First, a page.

Carnie, likewise, found the microscopic images of actual neurons unworkable for his " Magic Forest" piece, so he redrew them and manipulated them in Photoshop for the effect he wanted.

It is this intersection of science and art that Zimmerberg said piqued her interest in organizing an exhibition that could also be a teaching opportunity for the college.

She said interest in the brain and the ways humans perceive is widespread in contemporary culture, and she thought a look at the ways in which an artistic brain perceives would be intriguing Lacking contacts in the art world, she turned to Price, who eagerly took on the assignment.

The two women sifted through 20-some contemporary artists they found on the Internet who were focusing on issues of brain activity and identity.

Concentrating on those who showed a real commitment to the topic and who would serve the museum's teaching mission, Price said they visited exhibitions and winnowed the 20 down to four - a workable number for the museum space they had.

Zimmerberg had no problem, she said, identifying with Aldworth's conclusion that the brain and the self are one.

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"If you are a neuroscientist," she said, "everything we think, see and imagine is the brain ? [and] where the mind is, is where the self resides."

An image of brain activity can be as individual as a conventional portrait of facial features.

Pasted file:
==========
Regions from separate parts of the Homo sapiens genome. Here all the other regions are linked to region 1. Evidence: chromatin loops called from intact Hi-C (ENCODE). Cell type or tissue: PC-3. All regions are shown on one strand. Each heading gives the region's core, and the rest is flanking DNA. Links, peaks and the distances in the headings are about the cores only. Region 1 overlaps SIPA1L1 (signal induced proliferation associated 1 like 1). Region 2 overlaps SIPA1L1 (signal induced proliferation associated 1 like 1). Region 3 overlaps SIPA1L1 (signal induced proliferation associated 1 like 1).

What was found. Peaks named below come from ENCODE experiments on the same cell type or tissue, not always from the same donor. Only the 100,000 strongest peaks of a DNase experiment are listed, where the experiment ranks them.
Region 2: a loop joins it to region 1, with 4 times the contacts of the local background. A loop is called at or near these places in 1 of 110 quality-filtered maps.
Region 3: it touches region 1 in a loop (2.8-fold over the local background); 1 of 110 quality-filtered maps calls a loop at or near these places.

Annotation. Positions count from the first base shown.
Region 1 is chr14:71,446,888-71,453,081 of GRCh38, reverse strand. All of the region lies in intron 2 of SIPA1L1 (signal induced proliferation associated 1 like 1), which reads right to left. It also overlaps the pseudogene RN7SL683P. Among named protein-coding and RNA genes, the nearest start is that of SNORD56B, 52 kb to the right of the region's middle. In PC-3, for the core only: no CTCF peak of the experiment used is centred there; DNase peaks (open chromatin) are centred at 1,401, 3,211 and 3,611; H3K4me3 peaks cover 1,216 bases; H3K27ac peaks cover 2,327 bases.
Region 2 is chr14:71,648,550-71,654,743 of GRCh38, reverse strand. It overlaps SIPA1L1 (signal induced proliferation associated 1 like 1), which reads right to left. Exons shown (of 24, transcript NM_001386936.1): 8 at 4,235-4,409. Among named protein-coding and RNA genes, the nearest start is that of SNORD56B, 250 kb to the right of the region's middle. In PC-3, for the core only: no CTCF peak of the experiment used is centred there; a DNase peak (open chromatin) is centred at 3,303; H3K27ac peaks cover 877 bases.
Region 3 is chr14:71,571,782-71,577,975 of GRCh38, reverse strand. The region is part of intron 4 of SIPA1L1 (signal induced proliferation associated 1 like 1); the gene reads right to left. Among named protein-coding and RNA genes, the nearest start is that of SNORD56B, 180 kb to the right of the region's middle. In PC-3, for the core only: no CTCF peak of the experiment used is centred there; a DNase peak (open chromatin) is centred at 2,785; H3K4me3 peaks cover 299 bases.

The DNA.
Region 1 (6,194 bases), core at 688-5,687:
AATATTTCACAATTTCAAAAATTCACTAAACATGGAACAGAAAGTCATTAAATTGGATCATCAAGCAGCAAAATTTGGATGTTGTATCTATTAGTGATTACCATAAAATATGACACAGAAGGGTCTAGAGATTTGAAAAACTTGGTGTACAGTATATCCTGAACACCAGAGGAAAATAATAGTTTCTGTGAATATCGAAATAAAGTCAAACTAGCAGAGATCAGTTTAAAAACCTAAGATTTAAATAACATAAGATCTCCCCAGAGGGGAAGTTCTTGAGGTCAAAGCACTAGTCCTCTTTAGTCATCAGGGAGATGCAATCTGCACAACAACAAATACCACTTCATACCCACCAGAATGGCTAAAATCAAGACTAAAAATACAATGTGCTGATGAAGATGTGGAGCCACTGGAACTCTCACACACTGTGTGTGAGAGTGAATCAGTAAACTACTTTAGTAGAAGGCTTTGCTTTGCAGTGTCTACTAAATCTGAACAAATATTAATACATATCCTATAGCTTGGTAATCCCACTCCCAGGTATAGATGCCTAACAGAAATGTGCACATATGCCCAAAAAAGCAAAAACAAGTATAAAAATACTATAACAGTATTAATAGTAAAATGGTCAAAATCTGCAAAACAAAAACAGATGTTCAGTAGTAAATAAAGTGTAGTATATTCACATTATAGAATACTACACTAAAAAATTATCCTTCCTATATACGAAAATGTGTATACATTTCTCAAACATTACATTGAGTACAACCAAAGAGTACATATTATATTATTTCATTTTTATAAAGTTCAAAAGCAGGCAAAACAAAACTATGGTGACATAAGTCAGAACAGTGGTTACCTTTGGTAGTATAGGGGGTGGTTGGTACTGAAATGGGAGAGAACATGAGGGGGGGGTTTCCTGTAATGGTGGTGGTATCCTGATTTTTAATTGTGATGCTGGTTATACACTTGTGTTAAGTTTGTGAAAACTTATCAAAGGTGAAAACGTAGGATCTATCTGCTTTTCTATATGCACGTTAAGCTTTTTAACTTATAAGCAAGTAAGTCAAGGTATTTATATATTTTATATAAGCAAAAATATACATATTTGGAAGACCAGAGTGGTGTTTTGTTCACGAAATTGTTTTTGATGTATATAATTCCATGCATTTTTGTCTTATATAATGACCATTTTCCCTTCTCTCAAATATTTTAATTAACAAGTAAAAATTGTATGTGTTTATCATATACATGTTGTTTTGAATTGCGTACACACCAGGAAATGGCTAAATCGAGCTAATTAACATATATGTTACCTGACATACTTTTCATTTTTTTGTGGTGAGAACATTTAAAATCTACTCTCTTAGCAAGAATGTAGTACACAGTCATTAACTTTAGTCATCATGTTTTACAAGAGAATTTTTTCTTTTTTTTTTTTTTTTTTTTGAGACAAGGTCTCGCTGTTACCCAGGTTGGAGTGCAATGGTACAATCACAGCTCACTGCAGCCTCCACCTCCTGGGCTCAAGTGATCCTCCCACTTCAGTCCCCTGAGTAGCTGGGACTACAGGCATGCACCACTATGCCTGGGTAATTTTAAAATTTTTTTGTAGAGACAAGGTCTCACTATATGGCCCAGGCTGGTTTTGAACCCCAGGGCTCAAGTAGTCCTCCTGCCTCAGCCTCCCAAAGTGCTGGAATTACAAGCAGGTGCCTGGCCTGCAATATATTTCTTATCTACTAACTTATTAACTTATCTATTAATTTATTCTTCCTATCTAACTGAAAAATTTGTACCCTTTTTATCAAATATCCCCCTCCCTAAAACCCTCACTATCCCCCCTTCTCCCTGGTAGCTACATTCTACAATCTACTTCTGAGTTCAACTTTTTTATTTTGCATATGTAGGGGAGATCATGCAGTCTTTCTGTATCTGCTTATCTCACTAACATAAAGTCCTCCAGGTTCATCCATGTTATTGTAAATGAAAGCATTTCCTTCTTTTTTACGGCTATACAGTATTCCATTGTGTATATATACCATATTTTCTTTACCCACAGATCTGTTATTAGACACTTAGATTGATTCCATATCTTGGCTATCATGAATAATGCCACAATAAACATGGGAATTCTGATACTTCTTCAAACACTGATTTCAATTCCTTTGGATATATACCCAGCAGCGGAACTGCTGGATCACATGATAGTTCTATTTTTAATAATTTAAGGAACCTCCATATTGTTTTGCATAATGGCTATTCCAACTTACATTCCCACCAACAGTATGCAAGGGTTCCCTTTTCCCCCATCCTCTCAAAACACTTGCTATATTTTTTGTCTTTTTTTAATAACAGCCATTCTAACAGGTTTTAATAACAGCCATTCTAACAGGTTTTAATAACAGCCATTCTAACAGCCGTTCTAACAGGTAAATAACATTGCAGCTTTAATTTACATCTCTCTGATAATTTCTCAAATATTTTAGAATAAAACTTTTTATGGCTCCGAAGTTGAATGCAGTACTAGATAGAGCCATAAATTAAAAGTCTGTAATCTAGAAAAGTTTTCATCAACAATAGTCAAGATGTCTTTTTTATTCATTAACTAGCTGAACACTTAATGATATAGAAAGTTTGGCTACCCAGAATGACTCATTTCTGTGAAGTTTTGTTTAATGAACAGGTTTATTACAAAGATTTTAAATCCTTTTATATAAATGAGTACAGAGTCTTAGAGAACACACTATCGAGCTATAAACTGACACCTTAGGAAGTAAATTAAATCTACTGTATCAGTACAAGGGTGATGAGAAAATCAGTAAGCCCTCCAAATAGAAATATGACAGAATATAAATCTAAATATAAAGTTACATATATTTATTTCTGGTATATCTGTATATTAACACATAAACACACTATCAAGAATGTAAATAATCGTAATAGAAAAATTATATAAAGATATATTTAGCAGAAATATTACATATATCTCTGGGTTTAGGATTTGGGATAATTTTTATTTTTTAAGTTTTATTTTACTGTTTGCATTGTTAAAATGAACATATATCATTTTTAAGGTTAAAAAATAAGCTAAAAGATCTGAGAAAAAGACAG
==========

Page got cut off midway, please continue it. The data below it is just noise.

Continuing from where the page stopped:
That's partly because the brain changes in response to behavior, Zimmerberg said, pointing to the different shapes of, say, a dog brain attuned to smells, and that of a pigeon needful of balance.

Even this writer's questions brought about changes to his brain, she said in the time it took to pose them.

Price likened the images in the show to maps, or topographical photographs or forests - therefore the landscape reference in the title.

Carnie, in particular, she said, with his screen projections "brings the idea of a landscape to life as if you are wandering through a forest."

Zimmerberg said she hopes the exhibition will offer viewers "multiple ways to think about the mind" and to consider the idea of "the brain and the mind as one."

"I hope," she said, "it will pose as many questions as it does answers."

To reach Charles Bonenti: (413) 496-6211;

On exhibit

What: "Landscapes of the Mind: Contemporary Artists Contemplate the Brain."

Where: Williams College Museum of Art, Main Street, Williamstown.

When: Through May 2.

Hours: Tuesday - Saturday, 10 a.m. to 5 p.m.; Sundays, 1 to 5 p.m.

Admission: Free

Programs: Opening reception with panel discussion of "Landscape and Memory," 5:30 p.m., Thursday, Feb. 25.

Gallery talk, "Models of the Mind," 4 p.m. Tuesday, March 2.

Family program on art and science, 1 to 4 p.m., Saturday, March 6.

Symposium of artists and neuroscientists on intersections of art and science; 1 to 5 p.m., Saturday, March 13.

Gallery talk, "The Oedipal Blind Spot," 4 p.m., Tuesday, March 16, Information: (413) 597-2429;